She immediately opened a four-second gap as she powered past 8000m in 24:24.93 with a 2:55 kilometre, doing all the damage and leaving her pursuers now seven seconds back.
The change of pace proved too much for Klosterhalfen and it became a two-way battle between the Israeli and the Briton for silver but they could make no impression on Can who kept the pressure up with a 3:02 ninth kilometre (27:27.97) and a 3:03 final kilometre.
It’s worth noting McColgan ran 30:34.60 in Eugene and 30:48.60 in the Commonwealths as her three Championship 25-lappers varied by just over 15 seconds.
Harrison persevered well to move through to sixth in 31:46.87, though Judd really suffered and finished in a state of near collapse in tenth in 30:23.98.
Britain will be hoping for more medals in the men’s 1500m, too, and all three of the nation’s competitors made it through to the semi-finals. None did it with any ease, however, which was a surprise considering the trio are all ranked in the top five of those competing.
Jake Heyward set out to control the race from the front and after a 2:01.50 800m. He kicked in a 55.99 third lap and then a 27.15 200m but he struggled with a 14.66 last 100m and faded to a non-automatic qualifying fifth with a time of 3:39.30.
The Welshman threw himself over the line as the race was won in 3:38.48 by Jakob Ingebrigtsen, who clocked a very easy 54.07 last lap on his way to victory.
Heyward must have been hoping for a slow start to the second heat but instead Istvan Szogi ran 57.37 and 1:58:45 for the first two laps but then slowed before a furious 53.28 last lap by Michal Rozmys gave the Pole the win in 3:37.36.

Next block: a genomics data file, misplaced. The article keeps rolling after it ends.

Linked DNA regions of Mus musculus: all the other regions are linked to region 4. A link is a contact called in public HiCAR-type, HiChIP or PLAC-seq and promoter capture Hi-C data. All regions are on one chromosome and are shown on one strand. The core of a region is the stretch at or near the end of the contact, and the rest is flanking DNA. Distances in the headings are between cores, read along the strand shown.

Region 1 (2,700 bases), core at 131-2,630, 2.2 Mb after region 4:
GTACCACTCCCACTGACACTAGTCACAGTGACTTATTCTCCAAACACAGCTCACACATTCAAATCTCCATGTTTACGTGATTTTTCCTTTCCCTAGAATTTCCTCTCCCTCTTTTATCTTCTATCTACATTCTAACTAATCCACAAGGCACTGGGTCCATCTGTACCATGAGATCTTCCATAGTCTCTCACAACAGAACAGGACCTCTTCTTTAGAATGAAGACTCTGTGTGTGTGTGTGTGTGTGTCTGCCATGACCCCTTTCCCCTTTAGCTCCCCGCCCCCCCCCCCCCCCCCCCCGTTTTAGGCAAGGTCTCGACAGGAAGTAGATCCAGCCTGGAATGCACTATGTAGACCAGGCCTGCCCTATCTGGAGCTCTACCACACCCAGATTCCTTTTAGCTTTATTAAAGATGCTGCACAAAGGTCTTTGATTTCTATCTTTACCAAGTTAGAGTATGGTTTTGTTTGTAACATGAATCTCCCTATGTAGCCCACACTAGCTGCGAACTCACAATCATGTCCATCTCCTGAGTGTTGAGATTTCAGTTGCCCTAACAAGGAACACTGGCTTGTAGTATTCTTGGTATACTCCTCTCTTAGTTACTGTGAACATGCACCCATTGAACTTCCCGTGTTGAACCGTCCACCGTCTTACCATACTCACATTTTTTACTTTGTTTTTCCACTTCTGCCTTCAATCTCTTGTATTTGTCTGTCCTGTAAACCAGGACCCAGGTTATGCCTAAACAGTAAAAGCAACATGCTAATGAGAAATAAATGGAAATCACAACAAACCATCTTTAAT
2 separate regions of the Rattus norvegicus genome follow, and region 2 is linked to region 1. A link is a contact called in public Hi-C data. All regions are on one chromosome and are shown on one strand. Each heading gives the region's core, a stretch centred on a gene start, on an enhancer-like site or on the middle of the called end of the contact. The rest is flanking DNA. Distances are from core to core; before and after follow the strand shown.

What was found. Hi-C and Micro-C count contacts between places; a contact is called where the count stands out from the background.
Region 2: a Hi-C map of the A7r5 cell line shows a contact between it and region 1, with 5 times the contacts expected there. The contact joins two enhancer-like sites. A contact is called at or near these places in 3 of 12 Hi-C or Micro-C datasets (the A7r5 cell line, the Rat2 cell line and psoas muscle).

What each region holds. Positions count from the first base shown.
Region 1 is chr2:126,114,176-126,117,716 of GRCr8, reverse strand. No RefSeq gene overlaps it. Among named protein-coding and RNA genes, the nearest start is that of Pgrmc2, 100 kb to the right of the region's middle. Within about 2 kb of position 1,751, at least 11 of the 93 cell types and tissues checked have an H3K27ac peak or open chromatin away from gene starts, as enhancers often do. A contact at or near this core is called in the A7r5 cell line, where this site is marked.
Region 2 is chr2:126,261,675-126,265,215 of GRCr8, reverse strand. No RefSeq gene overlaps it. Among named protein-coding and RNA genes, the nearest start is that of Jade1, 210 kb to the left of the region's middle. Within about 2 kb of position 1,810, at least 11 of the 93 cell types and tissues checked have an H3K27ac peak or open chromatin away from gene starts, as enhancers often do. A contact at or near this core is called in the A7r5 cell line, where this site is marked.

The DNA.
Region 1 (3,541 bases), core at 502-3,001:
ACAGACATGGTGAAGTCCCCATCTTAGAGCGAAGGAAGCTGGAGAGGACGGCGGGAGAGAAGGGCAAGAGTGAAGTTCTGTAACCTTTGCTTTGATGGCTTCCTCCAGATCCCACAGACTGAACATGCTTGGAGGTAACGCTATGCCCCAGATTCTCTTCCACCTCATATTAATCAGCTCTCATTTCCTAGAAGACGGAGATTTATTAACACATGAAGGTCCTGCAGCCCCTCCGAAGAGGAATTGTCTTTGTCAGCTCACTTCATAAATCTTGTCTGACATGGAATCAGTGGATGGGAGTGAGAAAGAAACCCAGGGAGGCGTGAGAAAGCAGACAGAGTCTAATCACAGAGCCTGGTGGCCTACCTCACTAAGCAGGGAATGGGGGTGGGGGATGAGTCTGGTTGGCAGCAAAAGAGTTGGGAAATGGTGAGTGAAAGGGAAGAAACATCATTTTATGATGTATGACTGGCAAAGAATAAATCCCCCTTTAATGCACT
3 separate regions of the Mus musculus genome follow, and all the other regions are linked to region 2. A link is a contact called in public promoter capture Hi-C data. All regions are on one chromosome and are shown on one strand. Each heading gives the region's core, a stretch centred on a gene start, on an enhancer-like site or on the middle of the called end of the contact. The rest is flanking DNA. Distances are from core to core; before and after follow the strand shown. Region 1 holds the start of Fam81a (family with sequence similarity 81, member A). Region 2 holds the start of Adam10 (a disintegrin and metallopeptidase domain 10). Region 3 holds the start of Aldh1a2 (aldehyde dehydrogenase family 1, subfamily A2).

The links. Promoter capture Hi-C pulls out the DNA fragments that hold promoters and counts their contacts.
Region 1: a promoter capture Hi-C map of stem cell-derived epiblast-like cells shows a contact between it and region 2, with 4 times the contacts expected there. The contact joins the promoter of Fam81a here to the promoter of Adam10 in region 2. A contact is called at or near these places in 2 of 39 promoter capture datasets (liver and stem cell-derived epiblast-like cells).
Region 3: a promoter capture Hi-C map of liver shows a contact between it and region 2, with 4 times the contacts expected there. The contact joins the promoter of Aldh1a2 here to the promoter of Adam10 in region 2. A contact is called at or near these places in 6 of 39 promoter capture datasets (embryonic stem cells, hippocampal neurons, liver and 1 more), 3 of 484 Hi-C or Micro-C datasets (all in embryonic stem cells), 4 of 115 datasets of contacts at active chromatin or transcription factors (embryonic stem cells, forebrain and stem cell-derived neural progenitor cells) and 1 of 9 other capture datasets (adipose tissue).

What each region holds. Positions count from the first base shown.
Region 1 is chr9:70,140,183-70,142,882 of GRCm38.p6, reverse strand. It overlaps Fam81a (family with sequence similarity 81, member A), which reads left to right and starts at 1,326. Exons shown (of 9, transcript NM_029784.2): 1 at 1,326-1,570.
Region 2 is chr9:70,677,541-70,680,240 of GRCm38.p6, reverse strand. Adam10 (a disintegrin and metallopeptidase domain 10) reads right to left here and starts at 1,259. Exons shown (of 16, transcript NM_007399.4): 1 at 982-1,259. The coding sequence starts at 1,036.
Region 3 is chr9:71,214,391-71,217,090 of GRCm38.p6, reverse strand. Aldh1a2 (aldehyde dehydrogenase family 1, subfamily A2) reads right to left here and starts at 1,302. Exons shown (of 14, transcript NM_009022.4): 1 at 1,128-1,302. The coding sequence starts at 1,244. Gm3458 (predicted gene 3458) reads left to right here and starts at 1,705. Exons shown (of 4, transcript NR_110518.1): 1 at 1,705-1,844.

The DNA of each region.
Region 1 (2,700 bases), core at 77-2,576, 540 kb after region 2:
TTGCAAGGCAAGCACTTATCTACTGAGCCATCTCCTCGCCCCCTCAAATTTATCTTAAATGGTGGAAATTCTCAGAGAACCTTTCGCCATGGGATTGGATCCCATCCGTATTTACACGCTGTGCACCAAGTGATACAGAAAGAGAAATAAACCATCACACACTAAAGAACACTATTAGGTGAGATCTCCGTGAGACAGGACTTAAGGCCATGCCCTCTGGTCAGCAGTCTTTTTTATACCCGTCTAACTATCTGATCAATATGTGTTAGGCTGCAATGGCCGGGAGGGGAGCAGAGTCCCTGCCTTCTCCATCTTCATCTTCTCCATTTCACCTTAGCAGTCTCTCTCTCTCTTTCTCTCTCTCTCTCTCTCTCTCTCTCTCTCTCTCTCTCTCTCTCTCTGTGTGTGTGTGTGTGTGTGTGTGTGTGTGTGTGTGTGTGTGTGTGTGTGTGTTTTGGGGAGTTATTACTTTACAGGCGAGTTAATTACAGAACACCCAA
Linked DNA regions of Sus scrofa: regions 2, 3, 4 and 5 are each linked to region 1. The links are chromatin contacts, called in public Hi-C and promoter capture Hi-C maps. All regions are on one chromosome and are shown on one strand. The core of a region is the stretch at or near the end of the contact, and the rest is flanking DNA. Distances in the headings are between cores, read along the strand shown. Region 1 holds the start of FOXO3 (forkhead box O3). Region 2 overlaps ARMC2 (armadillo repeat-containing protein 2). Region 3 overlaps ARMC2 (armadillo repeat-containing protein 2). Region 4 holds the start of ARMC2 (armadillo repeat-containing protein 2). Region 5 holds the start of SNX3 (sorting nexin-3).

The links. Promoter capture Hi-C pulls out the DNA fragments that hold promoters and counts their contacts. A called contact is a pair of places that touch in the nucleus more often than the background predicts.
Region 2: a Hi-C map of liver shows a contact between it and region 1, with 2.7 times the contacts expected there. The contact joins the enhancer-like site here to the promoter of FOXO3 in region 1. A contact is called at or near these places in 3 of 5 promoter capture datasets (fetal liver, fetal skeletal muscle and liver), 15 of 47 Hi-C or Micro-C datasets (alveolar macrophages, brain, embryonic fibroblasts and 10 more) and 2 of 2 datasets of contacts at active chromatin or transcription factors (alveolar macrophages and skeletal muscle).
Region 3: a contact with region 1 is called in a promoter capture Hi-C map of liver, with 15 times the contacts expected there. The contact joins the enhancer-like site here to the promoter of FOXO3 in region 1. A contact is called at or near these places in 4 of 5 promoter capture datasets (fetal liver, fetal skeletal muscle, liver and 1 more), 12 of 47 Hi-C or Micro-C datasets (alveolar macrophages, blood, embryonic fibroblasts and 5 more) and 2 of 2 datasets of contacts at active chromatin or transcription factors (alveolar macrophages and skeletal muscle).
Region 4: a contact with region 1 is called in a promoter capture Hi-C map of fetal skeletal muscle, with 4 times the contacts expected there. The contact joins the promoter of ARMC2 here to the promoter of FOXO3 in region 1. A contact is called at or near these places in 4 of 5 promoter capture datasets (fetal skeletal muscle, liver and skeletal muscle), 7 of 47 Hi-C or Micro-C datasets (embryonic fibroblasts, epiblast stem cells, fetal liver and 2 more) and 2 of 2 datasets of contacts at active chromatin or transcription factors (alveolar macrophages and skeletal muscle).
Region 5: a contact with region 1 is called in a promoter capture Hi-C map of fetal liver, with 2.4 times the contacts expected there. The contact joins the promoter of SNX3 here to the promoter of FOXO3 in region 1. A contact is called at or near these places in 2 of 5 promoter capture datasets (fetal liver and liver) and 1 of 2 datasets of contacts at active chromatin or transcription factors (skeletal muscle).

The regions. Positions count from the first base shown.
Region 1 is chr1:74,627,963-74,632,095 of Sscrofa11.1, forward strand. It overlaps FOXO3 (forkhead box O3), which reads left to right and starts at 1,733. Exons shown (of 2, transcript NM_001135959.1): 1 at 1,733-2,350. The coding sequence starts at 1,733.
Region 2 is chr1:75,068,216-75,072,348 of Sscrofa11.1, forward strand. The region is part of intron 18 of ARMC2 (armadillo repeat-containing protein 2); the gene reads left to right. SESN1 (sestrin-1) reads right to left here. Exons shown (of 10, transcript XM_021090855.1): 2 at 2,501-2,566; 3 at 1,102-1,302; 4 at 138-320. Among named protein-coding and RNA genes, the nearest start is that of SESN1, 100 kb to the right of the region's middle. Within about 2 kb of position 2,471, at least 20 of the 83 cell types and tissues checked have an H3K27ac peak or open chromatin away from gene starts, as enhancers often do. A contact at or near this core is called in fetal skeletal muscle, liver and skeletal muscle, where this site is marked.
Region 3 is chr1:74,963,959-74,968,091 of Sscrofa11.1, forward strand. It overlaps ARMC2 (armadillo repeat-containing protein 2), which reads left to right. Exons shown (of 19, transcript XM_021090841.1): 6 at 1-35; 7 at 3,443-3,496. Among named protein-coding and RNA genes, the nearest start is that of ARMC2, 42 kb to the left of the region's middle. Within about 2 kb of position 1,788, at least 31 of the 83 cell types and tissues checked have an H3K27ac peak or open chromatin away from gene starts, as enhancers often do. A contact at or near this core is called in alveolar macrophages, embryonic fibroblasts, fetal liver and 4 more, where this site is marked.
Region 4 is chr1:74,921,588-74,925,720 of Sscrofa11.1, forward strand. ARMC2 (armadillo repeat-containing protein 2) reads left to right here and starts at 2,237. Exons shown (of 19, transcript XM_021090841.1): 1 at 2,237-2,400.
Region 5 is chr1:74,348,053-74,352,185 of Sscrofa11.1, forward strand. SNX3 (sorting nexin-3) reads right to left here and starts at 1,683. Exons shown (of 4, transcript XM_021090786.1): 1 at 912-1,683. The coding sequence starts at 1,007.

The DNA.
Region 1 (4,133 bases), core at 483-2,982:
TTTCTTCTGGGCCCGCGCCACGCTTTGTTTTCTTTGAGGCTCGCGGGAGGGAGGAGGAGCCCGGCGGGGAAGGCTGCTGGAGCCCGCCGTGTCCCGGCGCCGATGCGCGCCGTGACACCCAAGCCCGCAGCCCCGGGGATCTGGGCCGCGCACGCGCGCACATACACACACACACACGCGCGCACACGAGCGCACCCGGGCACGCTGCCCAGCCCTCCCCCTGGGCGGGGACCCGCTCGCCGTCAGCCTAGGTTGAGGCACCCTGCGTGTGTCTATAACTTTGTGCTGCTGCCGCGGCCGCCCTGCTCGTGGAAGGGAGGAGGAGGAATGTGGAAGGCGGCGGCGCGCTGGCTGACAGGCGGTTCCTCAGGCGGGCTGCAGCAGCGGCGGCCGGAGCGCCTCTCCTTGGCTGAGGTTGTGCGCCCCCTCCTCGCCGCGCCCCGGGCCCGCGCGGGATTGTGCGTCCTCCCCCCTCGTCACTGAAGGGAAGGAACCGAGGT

Neil Gourley ran a 26.00 last 200m, moving up from seventh to fourth in 3:38.07 to pass Matt Stonier. The latter also progressed, in fifth, also advanced as a fastest loser thanks to his 3:38.37.
It was close behind but Christopher Kessler in ninth ran 3:39.32 and Heyward thus pipped him for the final spot by 0.02 of a second.
All of the Brits – Neil Gourley (3:38.07), Matthew Stonier (3:38.37) and Jake Heyward (3:39.30) – qualify for the final 🇬🇧
— AW (@AthleticsWeekly) August 15, 2022
Considering the fastest nine athletes on 2022 times were given byes straight through to the semi-finals (including defending champion Matthew Hudson-Smith and Alex Haydock Wilson), there were some surprisingly fast times in the men’s 400m heats.
There were wins for Swiss Lionel Spitz (45.46 PB), Italian David Re (45.26 – same time for runner-up Swiss Ricky Petrucciani), Benjamin Vedel (Danish record-equalling 45.50) and France’s Thomas Jordier (45.39 PB).
Joseph Brier was fifth in heat two in a non-qualifying 46.06, missing out on a fastest losers spot by one hundredth of a second to place fifth in the final heat.
In the women’s 400m heats, Laviai Nielsen won the first race in a season’s best of 51.60 which was the third best overall with Poland’s Olympic relay silver medallist Iga Baumgart-Witan quickest with 51.09.
Again the best nine on 2022 times received byes.